Tag Archives: San Marzano

Lazy Sunday Italian Tomato Gravy

6 Nov
Lazy Sunday Italian Tomato Gravy

Lazy Sunday Italian Tomato Gravy

After we harvested the last of our ripe tomatoes before the first freeze hit, I decided to grab a bunch of the green tomatoes and hope for the best. These languished on the countertop for a couple of weeks as they slowly ripened. Yesterday I decided I better do something with the ones that finally ripened. Older tomatoes like this need to be cooked down, so slow-roasting them all day seemed the perfect way to spend my Sunday while binge-watching Chopped episodes. And it made the house smell divine!

While I used fresh tomatoes for half this recipe (I blanched and peeled them first), by all means use all canned tomatoes, and preferably San Marzano. Mine were fire-roasted but plain works equally as well. I had to add some additional water during the cooking since I didn’t have the canned juice to go with fresh tomatoes.

This recipe is halved, but by all means double it, as this tomato gravy can go with a multitude of dishes beyond pasta. We served it over rice with garlicky sauteed shrimp. I plan on poaching some eggs in the leftover sauce for a future meal. So rich and incredibly tasty!!

Lazy Sunday Italian Tomato Gravy
Adapted from Serious Eats/J. Kenji López-Alt

2 28-ounce cans whole peeled tomatoes
2 tablespoons extra-virgin olive oil
2 tablespoons butter
4 cloves garlic, minced
1/2 teaspoon red pepper flakes
1 1/2 teaspoons dried oregano
1 1/2 teaspoons dried basil
8 baby carrots
1/2 medium onion, halved
Kosher salt and ground black pepper

Fresh and Canned Peeled Tomatoes

Fresh and Canned Peeled Tomatoes

Lower rack in oven to bottom position and preheat oven to 275 degrees. In a large bowl, crush the tomatoes thoroughly with your hands. Transfer 1 1/2 cups of the crushed tomatoes to a container and refrigerate until later.

Heat olive oil and butter over medium heat in a Dutch oven until butter is melted. Add garlic, red pepper flakes, oregano, and basil, and cook for about two minutes until garlic is fragrant. Stir in the tomatoes, carrots and onion until combined. Season with salt and pepper. Bring to a simmer.

Tomato Gravy Ready to Slow Cook

Tomato Gravy Ready to Slow Cook

Cover the pot with the lid slightly ajar and place in preheated oven. Walk away and enjoy your day, coming back to stir about every 1 1/2 to 2 hours. Add a little water if needed throughout. The sauce should reduce by about half and darkened to a deep red, about 5 to 6 hours.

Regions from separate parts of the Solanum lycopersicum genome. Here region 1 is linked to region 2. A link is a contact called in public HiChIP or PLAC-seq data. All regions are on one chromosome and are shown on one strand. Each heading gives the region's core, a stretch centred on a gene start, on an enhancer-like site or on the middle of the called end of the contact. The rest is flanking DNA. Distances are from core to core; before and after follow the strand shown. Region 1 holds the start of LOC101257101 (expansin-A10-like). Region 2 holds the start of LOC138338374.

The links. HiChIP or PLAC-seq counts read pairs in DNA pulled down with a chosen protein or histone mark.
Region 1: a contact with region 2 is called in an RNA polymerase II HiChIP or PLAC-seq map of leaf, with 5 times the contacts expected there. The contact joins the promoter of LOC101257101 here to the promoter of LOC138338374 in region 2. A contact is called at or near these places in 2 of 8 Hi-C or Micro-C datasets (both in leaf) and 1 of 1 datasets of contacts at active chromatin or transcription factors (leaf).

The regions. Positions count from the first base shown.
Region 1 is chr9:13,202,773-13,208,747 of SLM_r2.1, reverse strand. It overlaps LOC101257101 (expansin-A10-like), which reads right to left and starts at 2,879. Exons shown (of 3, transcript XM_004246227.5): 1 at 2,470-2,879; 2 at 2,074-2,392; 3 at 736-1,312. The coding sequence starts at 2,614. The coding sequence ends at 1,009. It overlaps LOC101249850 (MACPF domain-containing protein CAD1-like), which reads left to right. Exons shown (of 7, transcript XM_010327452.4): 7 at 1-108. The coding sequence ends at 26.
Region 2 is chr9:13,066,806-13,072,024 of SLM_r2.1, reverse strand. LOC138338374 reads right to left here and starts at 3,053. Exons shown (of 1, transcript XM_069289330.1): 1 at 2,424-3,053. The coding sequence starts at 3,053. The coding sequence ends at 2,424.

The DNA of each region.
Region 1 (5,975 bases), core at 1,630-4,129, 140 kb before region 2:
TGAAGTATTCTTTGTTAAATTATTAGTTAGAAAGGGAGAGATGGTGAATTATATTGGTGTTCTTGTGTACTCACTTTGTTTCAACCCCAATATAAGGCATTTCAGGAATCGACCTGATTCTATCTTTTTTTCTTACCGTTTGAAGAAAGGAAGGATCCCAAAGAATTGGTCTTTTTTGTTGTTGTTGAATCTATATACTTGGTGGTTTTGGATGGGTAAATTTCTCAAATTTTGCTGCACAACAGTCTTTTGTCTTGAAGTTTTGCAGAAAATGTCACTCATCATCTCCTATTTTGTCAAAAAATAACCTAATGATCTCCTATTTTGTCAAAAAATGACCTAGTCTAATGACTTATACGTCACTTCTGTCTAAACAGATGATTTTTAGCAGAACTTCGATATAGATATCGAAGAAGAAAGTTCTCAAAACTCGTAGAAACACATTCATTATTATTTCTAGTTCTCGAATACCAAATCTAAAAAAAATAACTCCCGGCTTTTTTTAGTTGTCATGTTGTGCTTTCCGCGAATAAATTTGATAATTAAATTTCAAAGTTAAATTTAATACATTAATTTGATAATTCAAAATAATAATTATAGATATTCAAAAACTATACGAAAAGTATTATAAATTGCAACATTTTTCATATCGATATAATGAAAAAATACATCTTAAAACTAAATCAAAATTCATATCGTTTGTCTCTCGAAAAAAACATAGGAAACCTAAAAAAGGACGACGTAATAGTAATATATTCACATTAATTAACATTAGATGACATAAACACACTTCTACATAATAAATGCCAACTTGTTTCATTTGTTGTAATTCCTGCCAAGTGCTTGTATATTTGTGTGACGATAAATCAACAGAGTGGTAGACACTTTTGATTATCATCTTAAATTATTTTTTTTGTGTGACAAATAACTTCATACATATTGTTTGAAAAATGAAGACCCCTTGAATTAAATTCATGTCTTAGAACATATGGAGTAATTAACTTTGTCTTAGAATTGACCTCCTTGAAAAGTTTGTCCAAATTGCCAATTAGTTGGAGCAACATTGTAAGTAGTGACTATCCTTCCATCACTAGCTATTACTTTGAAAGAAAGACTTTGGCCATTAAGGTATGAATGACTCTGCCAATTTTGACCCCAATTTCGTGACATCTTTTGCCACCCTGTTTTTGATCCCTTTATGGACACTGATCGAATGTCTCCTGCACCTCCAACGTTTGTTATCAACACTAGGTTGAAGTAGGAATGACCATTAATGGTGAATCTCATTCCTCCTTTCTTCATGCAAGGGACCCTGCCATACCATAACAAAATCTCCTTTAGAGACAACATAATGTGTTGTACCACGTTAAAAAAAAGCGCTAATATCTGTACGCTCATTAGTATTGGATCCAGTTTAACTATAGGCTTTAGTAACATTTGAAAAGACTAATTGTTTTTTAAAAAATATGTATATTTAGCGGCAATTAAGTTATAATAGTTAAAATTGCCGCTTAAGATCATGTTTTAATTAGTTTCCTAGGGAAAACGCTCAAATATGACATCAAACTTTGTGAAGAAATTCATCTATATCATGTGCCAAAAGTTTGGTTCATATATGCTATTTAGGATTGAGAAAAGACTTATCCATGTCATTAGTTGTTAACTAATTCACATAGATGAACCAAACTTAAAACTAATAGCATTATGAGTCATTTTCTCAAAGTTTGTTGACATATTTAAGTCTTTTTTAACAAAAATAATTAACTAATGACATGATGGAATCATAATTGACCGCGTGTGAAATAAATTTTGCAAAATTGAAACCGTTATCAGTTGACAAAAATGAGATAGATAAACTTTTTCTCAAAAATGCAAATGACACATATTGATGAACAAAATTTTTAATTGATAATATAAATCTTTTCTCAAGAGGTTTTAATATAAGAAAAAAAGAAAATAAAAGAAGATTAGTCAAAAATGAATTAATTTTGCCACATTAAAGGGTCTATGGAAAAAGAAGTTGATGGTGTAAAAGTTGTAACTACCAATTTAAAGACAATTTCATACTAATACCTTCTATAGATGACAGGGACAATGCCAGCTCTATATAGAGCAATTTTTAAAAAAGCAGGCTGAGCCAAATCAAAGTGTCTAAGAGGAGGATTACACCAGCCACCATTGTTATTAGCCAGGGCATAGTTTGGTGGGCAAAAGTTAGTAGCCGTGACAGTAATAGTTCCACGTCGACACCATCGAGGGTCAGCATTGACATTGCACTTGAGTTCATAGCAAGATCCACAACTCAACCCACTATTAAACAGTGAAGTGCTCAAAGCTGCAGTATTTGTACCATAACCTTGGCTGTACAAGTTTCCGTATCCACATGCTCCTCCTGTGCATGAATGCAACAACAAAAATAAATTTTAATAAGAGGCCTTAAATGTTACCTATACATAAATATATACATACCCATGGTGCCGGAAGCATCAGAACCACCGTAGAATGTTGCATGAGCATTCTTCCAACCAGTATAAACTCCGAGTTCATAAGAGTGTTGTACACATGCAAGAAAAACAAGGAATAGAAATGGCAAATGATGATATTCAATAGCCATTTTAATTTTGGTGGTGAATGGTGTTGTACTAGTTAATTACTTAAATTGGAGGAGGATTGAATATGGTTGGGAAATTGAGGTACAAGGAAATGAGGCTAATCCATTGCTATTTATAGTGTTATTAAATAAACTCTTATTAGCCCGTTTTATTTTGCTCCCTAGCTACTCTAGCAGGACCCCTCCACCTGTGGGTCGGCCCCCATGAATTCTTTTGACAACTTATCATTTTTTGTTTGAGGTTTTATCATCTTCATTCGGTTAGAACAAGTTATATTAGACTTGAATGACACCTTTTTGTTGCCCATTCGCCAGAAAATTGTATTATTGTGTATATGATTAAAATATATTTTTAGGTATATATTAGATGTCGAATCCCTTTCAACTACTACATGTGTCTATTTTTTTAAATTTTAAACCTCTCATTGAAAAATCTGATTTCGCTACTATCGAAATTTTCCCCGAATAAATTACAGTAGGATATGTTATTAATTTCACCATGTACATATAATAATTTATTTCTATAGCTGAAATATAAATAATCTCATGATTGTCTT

Remove from oven, then discard onion quarters and carrots. Add the reserved tomatoes and stir to combine. Taste and adjust seasoning with additional salt and pepper. Serve immediately over pasta, rice or any which way you want. Leftovers can be refrigerated up to a week or frozen. Reheat from frozen with 1/2 cup water.

p.s. Austin Street Taco followers: I’ve closed my cart down now for the winter, but had a meeting today about a possible and exciting future venue next year! Stay tuned!

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Homemade Tomato Soup (with Grilled Cheese, of Course!)

11 Feb
Homemade Tomato Soup and Grilled Cheese

Homemade Tomato Soup and Grilled Cheese

I have been wanting to try my hand at homemade tomato soup for years, especially since we grow and can our own tomatoes. When my friend Suzanne over at Pug in the Kitchen posted this recipe, I knew it was time. Besides, I had a can of San Marzano tomatoes that had been in my pantry over a year, and what about those 20 pints of canned jars of tomatoes I forgot about in the garage? How did I forget about canning those from the fall? I grabbed a few for my pantry lest I forget again.

This soup comes together quite easily after some initial prep. And if you are wondering how long it takes for tomatoes to caramelize in a hot oven, it takes 18 minutes according to the smoke alarm that went off during my 20-minute timer. I suggest using a vent fan during this process. 😉

My husband was amazed at the taste of this soup. According to him, it did not taste like tomato soup from a can. Errrmmm… We’ll leave it at that. Oh, and don’t forget to cook up some ooey-gooey grilled cheese sammies for dunking! We used sourdough bread and a combination of Monterrey jack, sharp yellow cheddar, and pepper jack that was leftover from Super Bowl. This makes about 3 to 4 dinner-size servings.

Homemade Tomato Soup
Adapted from Tomato Soup at A Pug in the Kitchen

1 28-ounce can San Marzano or good quality tomatoes, liquid reserved
1 pint homemade canned tomatoes (about 1 large cup fresh), liquid reserved
Ground pepper and sea salt, to taste
Olive oil, for tomatoes and vegetables
1/2 cup chopped celery
1/2 cup chopped carrot
1/2 cup chopped onion
1 large clove garlic, peeled and minced
1 bay leaf
Small piece of Parmesan rind
3 large leaves fresh basil, chopped
1 tablespoon butter
1/4 cup heavy cream
Additional basil, chiffoned for garnish

Preheat oven to 450 degrees. Place all the drained tomatoes on a rimmed baking sheet and drizzle with oil. Season to taste with ground black pepper and sea salt. Roast until caramelized or until your smoke alarm goes off (18 to 20 minutes).

Roasted and Caramelized Tomatoes

Roasted and Caramelized Tomatoes

Heat about a tablespoon of oil in a soup pot or Dutch oven over medium heat. Add the celery, carrot, and onion and cook until they start to soften, about 10 minutes. Add the minced garlic and cook about a minute more until fragrant. Add the roasted tomatoes and the reserved tomato juice (About 2 cups, add water if you don’t have that much. My canned tomatoes had a lot of of liquid.) Also add the bay leaf and cheese rind. Bring to a simmer and cook for about 30 minutes until vegetables are very tender. Remove the bay leaf, then add the chopped basil. Taste for seasoning.

Simmering Soup

Simmering Soup